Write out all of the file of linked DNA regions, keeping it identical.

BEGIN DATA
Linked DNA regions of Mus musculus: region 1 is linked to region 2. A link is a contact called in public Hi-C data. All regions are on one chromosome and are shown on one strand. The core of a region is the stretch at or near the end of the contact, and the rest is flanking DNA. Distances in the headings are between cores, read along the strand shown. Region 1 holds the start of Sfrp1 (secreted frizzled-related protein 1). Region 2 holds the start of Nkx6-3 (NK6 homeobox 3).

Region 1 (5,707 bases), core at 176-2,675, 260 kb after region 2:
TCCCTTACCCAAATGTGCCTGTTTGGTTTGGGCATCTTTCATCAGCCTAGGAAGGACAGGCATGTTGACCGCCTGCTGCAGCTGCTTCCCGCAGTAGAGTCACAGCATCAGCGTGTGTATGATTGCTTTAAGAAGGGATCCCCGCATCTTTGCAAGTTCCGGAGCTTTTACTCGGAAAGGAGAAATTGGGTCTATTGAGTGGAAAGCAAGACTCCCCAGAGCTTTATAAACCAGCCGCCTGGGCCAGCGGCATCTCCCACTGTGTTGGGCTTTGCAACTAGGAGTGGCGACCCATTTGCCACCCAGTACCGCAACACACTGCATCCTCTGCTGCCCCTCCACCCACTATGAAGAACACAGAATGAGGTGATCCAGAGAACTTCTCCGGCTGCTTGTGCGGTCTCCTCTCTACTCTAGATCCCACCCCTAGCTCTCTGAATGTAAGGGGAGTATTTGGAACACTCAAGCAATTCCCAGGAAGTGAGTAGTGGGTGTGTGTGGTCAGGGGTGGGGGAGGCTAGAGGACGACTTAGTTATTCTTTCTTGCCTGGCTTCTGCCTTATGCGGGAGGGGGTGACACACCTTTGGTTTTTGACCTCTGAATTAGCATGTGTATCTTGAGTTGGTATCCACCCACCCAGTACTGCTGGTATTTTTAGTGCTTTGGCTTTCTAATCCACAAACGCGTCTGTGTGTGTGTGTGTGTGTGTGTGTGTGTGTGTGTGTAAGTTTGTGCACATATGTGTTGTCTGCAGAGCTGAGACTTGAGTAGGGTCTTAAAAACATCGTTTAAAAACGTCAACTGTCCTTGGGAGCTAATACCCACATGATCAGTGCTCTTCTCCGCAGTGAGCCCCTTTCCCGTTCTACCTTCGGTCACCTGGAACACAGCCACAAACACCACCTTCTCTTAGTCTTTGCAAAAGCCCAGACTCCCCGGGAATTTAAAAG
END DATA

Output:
Linked DNA regions of Mus musculus: region 1 is linked to region 2. A link is a contact called in public Hi-C data. All regions are on one chromosome and are shown on one strand. The core of a region is the stretch at or near the end of the contact, and the rest is flanking DNA. Distances in the headings are between cores, read along the strand shown. Region 1 holds the start of Sfrp1 (secreted frizzled-related protein 1). Region 2 holds the start of Nkx6-3 (NK6 homeobox 3).

Region 1 (5,707 bases), core at 176-2,675, 260 kb after region 2:
TCCCTTACCCAAATGTGCCTGTTTGGTTTGGGCATCTTTCATCAGCCTAGGAAGGACAGGCATGTTGACCGCCTGCTGCAGCTGCTTCCCGCAGTAGAGTCACAGCATCAGCGTGTGTATGATTGCTTTAAGAAGGGATCCCCGCATCTTTGCAAGTTCCGGAGCTTTTACTCGGAAAGGAGAAATTGGGTCTATTGAGTGGAAAGCAAGACTCCCCAGAGCTTTATAAACCAGCCGCCTGGGCCAGCGGCATCTCCCACTGTGTTGGGCTTTGCAACTAGGAGTGGCGACCCATTTGCCACCCAGTACCGCAACACACTGCATCCTCTGCTGCCCCTCCACCCACTATGAAGAACACAGAATGAGGTGATCCAGAGAACTTCTCCGGCTGCTTGTGCGGTCTCCTCTCTACTCTAGATCCCACCCCTAGCTCTCTGAATGTAAGGGGAGTATTTGGAACACTCAAGCAATTCCCAGGAAGTGAGTAGTGGGTGTGTGTGGTCAGGGGTGGGGGAGGCTAGAGGACGACTTAGTTATTCTTTCTTGCCTGGCTTCTGCCTTATGCGGGAGGGGGTGACACACCTTTGGTTTTTGACCTCTGAATTAGCATGTGTATCTTGAGTTGGTATCCACCCACCCAGTACTGCTGGTATTTTTAGTGCTTTGGCTTTCTAATCCACAAACGCGTCTGTGTGTGTGTGTGTGTGTGTGTGTGTGTGTGTGTGTAAGTTTGTGCACATATGTGTTGTCTGCAGAGCTGAGACTTGAGTAGGGTCTTAAAAACATCGTTTAAAAACGTCAACTGTCCTTGGGAGCTAATACCCACATGATCAGTGCTCTTCTCCGCAGTGAGCCCCTTTCCCGTTCTACCTTCGGTCACCTGGAACACAGCCACAAACACCACCTTCTCTTAGTCTTTGCAAAAGCCCAGACTCCCCGGGAATTTAAAAG